Badanie procesu przyłączania katalazy i dysmutazy ponadtlenkowej do powierzchni nanocząstek metalicznych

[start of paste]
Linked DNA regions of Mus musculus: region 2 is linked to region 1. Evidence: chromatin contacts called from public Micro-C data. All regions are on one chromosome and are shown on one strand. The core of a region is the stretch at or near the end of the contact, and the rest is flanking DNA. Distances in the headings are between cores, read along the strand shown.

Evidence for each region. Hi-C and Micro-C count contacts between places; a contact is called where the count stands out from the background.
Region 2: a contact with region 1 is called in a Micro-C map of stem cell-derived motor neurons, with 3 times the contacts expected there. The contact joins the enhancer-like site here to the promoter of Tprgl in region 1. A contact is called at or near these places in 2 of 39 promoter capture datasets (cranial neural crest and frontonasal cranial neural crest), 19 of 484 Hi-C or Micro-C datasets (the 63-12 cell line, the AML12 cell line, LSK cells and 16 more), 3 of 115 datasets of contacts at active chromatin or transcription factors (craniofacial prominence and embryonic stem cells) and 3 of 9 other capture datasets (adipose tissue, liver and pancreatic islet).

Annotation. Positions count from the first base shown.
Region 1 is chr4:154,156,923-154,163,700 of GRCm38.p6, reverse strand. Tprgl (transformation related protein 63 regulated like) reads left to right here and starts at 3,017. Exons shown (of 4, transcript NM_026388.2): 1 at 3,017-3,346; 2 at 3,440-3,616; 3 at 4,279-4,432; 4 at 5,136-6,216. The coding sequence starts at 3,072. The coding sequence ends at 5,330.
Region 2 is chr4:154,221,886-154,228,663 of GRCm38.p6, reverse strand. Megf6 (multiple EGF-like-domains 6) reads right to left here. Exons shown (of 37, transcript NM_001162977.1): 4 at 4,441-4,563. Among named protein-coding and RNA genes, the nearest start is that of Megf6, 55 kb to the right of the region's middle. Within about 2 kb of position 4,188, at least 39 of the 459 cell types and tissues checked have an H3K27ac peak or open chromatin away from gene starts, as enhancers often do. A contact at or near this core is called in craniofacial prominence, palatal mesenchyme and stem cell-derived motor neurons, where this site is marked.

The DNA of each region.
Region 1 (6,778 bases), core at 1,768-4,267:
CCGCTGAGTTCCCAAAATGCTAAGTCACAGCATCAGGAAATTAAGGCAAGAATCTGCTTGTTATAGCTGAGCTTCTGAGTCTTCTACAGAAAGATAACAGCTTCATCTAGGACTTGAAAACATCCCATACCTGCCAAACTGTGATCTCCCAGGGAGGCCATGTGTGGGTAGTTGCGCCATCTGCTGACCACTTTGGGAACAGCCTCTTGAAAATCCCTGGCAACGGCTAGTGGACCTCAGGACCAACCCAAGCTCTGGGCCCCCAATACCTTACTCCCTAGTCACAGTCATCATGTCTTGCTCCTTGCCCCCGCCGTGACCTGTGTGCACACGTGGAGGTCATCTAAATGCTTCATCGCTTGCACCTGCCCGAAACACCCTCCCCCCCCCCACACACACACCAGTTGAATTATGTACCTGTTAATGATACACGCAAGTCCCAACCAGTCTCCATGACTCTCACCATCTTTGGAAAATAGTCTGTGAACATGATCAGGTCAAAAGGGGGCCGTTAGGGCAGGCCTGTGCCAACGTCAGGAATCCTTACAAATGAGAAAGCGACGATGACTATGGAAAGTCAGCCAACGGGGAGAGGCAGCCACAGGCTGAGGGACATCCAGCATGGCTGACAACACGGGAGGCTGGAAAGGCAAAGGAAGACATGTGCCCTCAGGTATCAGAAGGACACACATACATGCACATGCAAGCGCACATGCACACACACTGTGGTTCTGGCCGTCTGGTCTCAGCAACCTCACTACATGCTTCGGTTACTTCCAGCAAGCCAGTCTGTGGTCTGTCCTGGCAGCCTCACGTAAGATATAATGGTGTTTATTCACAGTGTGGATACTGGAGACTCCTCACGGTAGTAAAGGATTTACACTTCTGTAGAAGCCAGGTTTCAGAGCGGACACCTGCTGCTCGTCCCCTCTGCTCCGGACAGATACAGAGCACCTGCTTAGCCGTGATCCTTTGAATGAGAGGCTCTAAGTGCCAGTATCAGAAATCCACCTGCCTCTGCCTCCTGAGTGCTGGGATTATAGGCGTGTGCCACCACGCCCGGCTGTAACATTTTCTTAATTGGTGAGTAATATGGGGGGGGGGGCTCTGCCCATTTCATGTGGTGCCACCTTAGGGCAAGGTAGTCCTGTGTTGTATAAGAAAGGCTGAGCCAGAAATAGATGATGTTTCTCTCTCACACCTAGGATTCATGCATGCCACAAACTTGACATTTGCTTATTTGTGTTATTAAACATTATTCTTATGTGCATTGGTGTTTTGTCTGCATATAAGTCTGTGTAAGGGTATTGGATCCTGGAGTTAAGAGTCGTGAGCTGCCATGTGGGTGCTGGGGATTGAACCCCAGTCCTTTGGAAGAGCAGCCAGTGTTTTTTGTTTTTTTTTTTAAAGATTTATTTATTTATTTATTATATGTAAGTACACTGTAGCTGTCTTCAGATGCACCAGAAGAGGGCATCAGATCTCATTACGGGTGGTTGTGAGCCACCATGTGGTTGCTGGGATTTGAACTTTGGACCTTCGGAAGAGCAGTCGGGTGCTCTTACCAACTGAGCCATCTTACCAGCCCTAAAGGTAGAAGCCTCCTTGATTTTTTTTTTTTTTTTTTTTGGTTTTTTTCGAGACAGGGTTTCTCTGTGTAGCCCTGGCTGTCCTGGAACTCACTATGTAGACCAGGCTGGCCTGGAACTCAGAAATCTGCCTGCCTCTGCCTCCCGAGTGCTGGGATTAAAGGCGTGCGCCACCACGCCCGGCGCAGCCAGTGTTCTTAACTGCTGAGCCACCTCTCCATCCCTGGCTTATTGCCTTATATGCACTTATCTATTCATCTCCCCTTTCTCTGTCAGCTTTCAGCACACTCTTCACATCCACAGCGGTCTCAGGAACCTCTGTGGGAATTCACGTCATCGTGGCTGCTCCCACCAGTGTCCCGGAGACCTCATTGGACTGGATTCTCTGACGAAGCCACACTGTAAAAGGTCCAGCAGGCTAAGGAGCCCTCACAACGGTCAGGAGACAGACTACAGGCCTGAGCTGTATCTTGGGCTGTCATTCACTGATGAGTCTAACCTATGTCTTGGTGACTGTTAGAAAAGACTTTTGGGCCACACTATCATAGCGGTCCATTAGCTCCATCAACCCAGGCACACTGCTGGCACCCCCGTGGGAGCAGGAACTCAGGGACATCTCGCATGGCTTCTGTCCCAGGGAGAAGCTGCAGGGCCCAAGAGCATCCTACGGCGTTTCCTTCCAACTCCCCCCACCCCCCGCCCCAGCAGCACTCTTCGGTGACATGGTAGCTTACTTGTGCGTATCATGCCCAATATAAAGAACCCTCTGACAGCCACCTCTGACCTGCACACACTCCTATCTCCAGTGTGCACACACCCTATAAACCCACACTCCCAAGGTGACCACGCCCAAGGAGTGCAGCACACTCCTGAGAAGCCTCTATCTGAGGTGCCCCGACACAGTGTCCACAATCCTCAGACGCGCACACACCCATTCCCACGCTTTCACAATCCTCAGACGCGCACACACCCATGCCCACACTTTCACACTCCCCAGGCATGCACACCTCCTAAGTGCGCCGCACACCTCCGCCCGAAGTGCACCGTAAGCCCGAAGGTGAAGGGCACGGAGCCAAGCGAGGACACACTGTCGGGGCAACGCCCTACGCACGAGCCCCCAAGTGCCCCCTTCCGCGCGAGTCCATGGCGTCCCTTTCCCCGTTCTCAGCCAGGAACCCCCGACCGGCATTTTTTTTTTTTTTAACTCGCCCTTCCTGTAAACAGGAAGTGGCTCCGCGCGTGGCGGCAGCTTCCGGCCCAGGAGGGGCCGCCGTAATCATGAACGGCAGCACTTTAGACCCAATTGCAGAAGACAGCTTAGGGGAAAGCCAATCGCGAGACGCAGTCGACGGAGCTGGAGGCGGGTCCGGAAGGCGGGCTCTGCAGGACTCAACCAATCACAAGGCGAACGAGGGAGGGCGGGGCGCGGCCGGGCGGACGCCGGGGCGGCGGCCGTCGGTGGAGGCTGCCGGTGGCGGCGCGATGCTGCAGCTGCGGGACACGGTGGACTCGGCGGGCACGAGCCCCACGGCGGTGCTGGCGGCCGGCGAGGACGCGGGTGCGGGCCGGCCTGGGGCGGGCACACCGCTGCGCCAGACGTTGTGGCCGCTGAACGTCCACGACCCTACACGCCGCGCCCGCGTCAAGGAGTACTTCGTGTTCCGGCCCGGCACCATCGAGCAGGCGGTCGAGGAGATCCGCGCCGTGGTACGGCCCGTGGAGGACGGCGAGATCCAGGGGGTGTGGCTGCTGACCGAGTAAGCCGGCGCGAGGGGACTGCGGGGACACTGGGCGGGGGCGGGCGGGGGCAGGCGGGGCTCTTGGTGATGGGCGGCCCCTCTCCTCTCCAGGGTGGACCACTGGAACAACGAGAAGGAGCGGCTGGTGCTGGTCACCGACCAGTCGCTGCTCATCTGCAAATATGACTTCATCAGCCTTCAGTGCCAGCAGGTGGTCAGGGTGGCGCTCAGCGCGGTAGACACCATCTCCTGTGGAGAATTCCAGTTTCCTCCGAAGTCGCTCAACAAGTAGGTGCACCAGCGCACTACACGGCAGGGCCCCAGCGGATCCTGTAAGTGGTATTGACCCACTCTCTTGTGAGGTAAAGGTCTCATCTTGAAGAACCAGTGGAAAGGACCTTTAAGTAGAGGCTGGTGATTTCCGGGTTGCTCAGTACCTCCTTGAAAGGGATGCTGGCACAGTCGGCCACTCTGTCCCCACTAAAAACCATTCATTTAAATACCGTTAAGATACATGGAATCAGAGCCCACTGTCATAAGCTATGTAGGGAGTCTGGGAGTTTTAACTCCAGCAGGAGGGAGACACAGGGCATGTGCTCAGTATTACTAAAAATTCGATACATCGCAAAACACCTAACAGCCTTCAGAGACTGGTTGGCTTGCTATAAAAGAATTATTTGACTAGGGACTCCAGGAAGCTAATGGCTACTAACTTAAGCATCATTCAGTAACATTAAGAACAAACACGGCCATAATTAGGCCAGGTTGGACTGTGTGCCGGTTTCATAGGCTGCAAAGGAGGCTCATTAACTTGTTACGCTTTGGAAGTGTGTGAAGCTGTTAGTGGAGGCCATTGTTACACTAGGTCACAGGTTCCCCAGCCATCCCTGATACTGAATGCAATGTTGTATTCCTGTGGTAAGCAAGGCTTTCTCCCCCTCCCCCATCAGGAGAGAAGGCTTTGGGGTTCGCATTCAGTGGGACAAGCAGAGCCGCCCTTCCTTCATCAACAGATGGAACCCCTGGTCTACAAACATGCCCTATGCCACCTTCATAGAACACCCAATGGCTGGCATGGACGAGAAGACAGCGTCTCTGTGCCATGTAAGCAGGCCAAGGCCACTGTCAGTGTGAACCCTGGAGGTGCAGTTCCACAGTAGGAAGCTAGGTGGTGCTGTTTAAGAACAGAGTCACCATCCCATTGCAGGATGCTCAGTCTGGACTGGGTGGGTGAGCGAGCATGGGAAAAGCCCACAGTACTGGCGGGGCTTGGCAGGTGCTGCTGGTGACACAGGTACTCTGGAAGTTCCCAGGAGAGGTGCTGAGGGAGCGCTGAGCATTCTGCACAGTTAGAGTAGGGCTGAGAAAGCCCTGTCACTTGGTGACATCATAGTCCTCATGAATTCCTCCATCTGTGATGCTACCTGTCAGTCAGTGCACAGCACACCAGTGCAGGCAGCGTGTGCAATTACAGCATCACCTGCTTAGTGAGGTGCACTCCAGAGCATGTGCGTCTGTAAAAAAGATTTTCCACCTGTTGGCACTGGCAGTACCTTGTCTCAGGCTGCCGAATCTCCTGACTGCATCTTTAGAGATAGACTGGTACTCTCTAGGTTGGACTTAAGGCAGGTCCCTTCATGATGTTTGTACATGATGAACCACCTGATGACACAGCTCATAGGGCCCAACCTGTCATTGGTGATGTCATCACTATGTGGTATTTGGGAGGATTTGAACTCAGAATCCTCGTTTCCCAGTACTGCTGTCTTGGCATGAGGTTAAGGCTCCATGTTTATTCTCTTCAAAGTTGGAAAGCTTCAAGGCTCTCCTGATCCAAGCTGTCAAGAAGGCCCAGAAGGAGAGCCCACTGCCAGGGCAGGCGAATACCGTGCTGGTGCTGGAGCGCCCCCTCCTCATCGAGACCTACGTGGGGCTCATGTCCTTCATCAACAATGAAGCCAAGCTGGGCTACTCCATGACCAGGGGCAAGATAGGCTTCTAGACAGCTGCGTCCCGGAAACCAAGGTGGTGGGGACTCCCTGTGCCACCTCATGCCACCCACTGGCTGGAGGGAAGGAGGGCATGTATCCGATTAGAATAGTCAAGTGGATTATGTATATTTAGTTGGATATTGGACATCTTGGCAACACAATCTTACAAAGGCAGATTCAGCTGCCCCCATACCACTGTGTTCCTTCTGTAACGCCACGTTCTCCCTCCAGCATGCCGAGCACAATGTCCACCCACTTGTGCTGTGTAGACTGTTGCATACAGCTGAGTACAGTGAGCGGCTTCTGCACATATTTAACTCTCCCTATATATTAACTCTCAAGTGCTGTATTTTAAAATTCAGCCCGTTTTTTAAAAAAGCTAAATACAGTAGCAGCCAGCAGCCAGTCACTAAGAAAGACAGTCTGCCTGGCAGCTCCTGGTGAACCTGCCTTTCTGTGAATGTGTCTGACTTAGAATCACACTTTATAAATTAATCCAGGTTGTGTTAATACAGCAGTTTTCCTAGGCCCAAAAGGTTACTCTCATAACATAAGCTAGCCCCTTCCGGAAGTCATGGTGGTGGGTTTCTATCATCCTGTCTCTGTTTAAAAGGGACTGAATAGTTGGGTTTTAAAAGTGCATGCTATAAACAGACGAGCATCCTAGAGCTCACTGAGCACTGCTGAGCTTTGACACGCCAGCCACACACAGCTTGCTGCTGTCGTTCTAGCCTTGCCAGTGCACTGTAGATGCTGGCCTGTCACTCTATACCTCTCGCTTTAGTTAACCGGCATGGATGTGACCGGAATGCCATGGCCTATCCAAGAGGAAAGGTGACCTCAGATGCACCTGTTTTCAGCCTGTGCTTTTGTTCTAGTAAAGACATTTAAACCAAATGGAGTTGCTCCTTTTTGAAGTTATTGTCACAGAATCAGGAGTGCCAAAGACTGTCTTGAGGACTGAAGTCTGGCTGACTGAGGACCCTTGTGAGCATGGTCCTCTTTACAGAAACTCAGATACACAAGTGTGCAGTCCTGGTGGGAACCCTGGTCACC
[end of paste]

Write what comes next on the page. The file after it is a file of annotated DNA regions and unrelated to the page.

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Nanoparticles because of their unique properties due to their size are of great interest as matrices for attaching biomolecules. The immobilization of enzymatic proteins on the surface of nanoparticles can lead to hybrid systems showing synergistic properties, as well as improve the stability, activity or resistance of proteins to pH changes. Gold nanoparticles are an excellent candidate for creating this type of structures because of their biocompatibility and ability to form functionalized bioconjugates, as well as silver nanoparticles because of their antibacterial properties. The purpose of this work was to produce functional nanoparticle-protein conjugates by attaching enzyme proteins, catalase and superoxide dismutase to the surface of gold and silver nanoparticles while maintaining their enzymatic activity, and to develop a method for quantitative analysis of the protein attached to the surface of nanoparticles based on polyacrylamide gel electrophoresis. Various methods of protein attachment were used during the study. The first was non-specific physical adsorption, based on electrostatic, hydrophobic, van der Waals and hydrogen bonds. Another method was specific physical adsorption, which is based on the specific interactions between the protein polyhistidine tag and the linker present on the surface of nanoparticles containing Ni2+ ion. Non-specific chemical adsorption was also used, consisting in the formation of a peptide bond between the linker present on the surface of the nanoparticle and the primary amine groups present in the protein structure. As part of the doctoral dissertation, a method of quantifying the protein attached to the surface of nanoparticles was developed. It was based on the incubation of an aqueous colloid of nanoparticles with a protein solution, followed by the detection of unbound protein by polyacrylamide gel electrophoresis. The produced nanoparticle-protein bioconjugates were characterized by measuring diffuse light intensity change techniques, UV-Vis spectroscopy and high resolution scanning electron microscopy. In vitro and in vivo tests of the activity of immobilized enzymes were also conducted in cooperation with the Medical University of Łódź and the Medical University of Białystok.